Robots Move From the Battlefield to Your HomeMilitary technology starts showing up in household devices.
Johan Bostrom, IDG News Service
Mobile robots that may soon appear on the consumer market likely will be built using technologies driven by the U.S. military, according to an analyst covering emerging technologies.
The development of mobile military robots is being pushed by a congressional mandate that at least a third of all military vehicles be autonomous by 2015. That presents a great opportunity for manufacturers of consumer electronics and household appliances, according to Neena Buck, strategy analyst at research firm Emerging Frontiers.
"We need to start at the low end. Irobot's vacuum cleaner is a good example of that," Buck says.
Technologies derived from military research usually make their way through the business sector before being commercialized for the consumer market. Long-life batteries and CDMA (code division multiple access) mobile telephony are examples of that.
"It usually takes about 20 years for a new technology to be accepted in the consumer market," Buck says.
"The industry develops high-level, one-of-a-kind military applications which might result in commercial standards for the business sector. The technology develops, and some startup company forms which may or may not make it. Eventually the prices drop, and the technology is affordable for the consumer," says Buck. Irobot, a robotics company with both a strong military division and a successful consumer products unit--it has sold 1.2 million units of the vacuum cleaner robot Roomba--is an exception and a good example of how things should be done, in Buck's opinion.
The Swedish producer of household appliances AB Electrolux was first on the market with a small robot vacuum cleaner, Trilobite, but it has not been successful since its launch in 2001. "The price was totally wrong, and the marketing has to be more educative," Buck says.
The first version of Irobot's vacuum cleaner, launched in 2002, was less technically advanced and far cheaper than the Trilobite. The first television commercials showed a family in their home not paying attention to the autonomous vacuum cleaner doing its job.
"Just using the word robot scares people off," says Buck, who prefers the term mobile appliance to robot.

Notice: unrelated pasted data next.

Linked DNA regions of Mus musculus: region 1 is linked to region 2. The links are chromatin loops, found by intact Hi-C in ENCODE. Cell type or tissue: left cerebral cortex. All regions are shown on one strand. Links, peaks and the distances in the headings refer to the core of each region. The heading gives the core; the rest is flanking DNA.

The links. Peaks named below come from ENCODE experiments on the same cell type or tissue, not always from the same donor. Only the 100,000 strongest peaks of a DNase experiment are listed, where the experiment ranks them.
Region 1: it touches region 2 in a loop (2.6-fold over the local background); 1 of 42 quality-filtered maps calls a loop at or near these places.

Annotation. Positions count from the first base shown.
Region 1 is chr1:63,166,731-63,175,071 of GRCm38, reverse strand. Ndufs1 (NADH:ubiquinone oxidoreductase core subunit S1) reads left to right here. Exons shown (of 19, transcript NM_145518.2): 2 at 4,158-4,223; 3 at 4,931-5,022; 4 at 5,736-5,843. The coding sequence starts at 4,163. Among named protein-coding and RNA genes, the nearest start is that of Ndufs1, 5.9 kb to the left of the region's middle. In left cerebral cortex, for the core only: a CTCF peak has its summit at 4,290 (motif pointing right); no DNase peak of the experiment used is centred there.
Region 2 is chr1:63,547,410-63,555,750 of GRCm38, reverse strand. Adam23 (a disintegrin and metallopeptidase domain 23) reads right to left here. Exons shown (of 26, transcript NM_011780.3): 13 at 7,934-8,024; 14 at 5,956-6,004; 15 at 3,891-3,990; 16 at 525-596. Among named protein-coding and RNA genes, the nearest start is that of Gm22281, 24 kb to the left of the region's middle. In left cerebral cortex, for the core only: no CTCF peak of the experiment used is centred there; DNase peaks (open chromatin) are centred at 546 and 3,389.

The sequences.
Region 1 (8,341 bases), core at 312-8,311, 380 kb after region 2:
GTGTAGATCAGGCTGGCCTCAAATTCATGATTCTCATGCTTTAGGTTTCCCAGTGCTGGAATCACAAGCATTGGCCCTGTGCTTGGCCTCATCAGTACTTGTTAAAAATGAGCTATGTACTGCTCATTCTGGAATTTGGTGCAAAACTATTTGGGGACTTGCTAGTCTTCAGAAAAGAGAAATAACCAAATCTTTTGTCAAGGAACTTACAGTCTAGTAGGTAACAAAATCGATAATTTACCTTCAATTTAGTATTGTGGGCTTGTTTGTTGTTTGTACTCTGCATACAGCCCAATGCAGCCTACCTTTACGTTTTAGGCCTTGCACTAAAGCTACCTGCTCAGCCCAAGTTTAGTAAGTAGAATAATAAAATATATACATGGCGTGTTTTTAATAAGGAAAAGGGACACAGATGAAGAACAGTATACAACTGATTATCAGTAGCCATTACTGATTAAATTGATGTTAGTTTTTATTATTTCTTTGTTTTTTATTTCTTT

"When I use the word 'robot,' consumer electronics companies, household appliance vendors, and software companies often say, 'We're not in that business.' They just don't know it," she says.
Search and Rescue
Another company that sees promise in robots for civilian purposes is Vecna Technologies in College Park, Maryland. It is working with the U.S. Army on developing a robot dubbed Bear to assist in removing the wounded from battlefields.
"I definitely think military robots can navigate their way to the consumer market," says Jonathan Klein, director of the company's robotic research and development division. He spoke at the RoboBusiness conference held in Cambridge, Massachusetts, this week, where he presented video footage of a functional mockup of Bear carrying dummies of people.
"Updated versions of the Bear could find a market because of the coming eldercare crisis and give autonomy for people with mobility impairments," Klein says.
Robots also assisted in the search for bodies and survivors at New York's World Trade Center wreckage following the September 11, 2001, attacks, according to Robin Murphy, director of the center for robot-assisted search and rescue at the University of South Florida. But based on her experience, Murphy points out that military robots are not necessarily usable for civilian purposes.
"Our search and rescue robots share the military's 3D environment--dull, dirty and dangerous. But when the army has 52 weeks to train a robot operator, we have 40 to 80 hours to train an operator from a fire department or the police. One size does not fit all," she says.